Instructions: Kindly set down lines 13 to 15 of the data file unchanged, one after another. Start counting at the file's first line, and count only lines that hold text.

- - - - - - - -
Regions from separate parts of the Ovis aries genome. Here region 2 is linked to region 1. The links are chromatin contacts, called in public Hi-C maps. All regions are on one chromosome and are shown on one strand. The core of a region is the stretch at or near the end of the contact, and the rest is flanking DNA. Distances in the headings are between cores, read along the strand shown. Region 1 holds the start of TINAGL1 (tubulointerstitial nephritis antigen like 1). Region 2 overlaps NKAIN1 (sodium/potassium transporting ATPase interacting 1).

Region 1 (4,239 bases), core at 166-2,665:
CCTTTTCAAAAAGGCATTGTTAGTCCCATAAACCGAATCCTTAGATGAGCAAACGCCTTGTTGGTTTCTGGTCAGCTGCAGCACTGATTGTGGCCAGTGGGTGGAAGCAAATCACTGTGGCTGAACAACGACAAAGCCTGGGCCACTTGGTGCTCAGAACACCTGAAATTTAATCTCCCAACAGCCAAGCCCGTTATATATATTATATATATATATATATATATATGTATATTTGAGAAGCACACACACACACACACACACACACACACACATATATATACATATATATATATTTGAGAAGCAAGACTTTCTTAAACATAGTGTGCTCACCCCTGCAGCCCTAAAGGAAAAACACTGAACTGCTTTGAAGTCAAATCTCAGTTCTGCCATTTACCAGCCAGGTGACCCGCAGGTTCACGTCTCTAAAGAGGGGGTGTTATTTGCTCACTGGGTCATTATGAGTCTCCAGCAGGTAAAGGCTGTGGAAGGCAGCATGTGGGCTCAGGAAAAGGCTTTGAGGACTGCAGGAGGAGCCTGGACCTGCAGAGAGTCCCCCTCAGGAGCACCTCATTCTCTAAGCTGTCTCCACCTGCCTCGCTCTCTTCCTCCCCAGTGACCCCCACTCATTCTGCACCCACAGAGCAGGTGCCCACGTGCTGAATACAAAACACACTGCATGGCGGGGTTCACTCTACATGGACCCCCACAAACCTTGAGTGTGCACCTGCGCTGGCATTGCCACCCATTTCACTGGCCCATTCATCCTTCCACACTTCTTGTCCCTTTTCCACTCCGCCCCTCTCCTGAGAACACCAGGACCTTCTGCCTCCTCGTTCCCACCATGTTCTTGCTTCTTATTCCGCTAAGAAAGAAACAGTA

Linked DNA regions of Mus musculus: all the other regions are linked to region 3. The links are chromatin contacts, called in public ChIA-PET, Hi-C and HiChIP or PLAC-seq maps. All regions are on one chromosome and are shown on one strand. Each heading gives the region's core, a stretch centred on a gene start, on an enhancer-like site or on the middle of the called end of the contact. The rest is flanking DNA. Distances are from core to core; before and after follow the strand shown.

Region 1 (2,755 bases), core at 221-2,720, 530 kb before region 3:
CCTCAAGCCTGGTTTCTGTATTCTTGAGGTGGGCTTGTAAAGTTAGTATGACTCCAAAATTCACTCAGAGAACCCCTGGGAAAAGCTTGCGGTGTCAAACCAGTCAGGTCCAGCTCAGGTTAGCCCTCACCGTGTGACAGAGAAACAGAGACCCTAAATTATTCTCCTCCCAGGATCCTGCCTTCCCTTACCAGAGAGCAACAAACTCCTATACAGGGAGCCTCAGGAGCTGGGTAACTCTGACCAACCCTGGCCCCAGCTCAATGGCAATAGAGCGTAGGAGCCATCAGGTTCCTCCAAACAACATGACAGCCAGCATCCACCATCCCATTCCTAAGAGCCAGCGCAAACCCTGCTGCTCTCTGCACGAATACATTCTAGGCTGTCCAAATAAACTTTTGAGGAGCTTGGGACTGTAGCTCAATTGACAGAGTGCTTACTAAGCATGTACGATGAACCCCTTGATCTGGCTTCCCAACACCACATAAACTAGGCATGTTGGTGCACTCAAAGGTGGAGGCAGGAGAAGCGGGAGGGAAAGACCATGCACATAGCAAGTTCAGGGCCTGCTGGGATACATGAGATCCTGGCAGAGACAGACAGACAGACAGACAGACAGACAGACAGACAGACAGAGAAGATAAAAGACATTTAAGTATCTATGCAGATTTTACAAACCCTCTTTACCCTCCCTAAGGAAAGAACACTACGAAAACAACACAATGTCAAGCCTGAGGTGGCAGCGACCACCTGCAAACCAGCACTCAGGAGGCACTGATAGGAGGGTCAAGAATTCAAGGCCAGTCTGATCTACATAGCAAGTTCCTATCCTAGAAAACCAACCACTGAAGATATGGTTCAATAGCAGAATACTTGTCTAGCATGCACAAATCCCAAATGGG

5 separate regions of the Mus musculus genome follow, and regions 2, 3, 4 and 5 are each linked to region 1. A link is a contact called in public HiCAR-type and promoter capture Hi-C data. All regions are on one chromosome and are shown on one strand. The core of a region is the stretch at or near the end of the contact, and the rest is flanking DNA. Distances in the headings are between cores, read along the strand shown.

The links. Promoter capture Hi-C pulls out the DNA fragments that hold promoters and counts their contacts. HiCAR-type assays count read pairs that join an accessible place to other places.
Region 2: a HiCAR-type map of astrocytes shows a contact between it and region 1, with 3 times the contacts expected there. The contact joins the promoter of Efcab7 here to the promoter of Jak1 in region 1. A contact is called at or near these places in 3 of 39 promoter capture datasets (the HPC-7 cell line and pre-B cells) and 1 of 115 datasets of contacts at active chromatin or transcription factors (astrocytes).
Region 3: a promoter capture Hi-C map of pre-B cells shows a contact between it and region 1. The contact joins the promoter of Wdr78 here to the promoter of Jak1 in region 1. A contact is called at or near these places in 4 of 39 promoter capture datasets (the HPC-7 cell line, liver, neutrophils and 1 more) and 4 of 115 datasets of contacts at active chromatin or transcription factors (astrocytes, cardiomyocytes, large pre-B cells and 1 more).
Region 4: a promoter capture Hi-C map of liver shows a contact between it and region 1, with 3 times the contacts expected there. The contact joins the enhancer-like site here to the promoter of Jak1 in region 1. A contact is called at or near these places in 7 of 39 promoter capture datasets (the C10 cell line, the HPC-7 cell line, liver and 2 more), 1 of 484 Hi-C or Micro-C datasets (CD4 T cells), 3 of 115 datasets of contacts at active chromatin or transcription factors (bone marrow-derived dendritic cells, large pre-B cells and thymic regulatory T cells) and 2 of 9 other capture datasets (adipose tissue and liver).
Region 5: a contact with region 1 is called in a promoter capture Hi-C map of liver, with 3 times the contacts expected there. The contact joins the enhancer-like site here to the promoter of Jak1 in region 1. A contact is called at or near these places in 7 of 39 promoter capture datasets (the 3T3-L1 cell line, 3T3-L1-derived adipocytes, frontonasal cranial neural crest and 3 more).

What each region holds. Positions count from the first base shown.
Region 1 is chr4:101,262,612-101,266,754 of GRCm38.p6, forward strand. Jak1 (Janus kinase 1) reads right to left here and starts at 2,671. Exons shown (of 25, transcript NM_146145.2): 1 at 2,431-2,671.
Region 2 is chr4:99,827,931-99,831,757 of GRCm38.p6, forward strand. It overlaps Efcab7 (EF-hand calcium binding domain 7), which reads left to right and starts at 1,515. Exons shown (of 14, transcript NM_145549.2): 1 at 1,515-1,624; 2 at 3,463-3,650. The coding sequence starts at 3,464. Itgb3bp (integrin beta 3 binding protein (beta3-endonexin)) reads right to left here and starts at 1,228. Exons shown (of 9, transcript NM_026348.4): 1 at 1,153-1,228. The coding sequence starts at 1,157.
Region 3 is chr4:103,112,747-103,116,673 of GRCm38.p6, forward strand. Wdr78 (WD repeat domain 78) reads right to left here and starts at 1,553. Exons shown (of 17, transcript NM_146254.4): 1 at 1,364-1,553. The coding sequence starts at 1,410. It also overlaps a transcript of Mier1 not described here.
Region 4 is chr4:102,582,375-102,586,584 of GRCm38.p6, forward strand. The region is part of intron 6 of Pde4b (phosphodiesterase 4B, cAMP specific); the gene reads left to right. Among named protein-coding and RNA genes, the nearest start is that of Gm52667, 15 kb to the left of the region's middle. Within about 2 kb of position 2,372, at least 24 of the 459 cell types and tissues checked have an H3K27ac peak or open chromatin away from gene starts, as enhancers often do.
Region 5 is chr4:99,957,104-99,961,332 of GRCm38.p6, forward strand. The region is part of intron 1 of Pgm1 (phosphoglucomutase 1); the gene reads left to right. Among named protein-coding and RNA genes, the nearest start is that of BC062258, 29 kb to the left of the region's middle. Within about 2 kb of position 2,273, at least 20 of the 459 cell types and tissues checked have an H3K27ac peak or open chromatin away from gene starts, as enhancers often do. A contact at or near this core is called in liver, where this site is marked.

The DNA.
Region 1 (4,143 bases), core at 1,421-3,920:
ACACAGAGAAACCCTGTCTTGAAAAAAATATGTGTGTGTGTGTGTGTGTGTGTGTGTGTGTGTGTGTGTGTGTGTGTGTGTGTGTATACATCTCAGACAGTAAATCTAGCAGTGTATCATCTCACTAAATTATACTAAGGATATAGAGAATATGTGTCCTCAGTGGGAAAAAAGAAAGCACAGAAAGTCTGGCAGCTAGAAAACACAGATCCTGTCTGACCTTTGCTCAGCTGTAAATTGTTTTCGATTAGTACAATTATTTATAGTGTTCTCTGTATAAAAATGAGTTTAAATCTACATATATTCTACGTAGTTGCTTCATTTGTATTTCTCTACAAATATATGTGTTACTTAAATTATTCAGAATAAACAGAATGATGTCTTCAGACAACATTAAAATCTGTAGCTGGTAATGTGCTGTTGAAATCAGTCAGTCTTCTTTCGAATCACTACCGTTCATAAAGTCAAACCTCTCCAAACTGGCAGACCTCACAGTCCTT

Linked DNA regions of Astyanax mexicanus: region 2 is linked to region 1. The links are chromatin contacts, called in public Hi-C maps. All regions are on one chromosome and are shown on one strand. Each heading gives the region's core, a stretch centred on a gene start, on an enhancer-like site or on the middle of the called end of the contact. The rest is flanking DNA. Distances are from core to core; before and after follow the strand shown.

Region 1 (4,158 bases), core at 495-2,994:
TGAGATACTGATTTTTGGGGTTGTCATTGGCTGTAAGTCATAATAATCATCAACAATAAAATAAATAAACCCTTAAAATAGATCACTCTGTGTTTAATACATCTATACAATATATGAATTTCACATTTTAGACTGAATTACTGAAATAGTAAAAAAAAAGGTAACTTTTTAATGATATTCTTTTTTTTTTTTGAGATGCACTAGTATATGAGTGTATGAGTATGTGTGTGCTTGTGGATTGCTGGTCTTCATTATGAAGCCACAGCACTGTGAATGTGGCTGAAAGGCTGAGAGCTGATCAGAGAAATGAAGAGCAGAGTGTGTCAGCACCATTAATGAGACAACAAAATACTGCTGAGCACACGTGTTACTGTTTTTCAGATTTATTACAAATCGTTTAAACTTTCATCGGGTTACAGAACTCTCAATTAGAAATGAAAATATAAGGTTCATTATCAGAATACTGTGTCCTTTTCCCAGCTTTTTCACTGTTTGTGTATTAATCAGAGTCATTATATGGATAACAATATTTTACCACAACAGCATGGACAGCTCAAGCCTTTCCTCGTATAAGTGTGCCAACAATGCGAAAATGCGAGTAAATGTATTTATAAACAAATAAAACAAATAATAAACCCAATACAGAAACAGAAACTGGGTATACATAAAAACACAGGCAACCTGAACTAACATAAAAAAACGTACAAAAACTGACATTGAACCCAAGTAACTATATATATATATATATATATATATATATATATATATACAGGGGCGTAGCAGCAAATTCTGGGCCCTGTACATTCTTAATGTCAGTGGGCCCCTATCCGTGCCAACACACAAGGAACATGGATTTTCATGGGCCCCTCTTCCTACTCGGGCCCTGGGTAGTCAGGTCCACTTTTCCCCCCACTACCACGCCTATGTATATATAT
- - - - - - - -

What each region holds. Positions count from the first base shown.
Region 1 is chr4:101,262,612-101,266,754 of GRCm38.p6, forward strand. Jak1 (Janus kinase 1) reads right to left here and starts at 2,671. Exons shown (of 25, transcript NM_146145.2): 1 at 2,431-2,671.
Region 2 is chr4:99,827,931-99,831,757 of GRCm38.p6, forward strand. It overlaps Efcab7 (EF-hand calcium binding domain 7), which reads left to right and starts at 1,515. Exons shown (of 14, transcript NM_145549.2): 1 at 1,515-1,624; 2 at 3,463-3,650. The coding sequence starts at 3,464. Itgb3bp (integrin beta 3 binding protein (beta3-endonexin)) reads right to left here and starts at 1,228. Exons shown (of 9, transcript NM_026348.4): 1 at 1,153-1,228. The coding sequence starts at 1,157.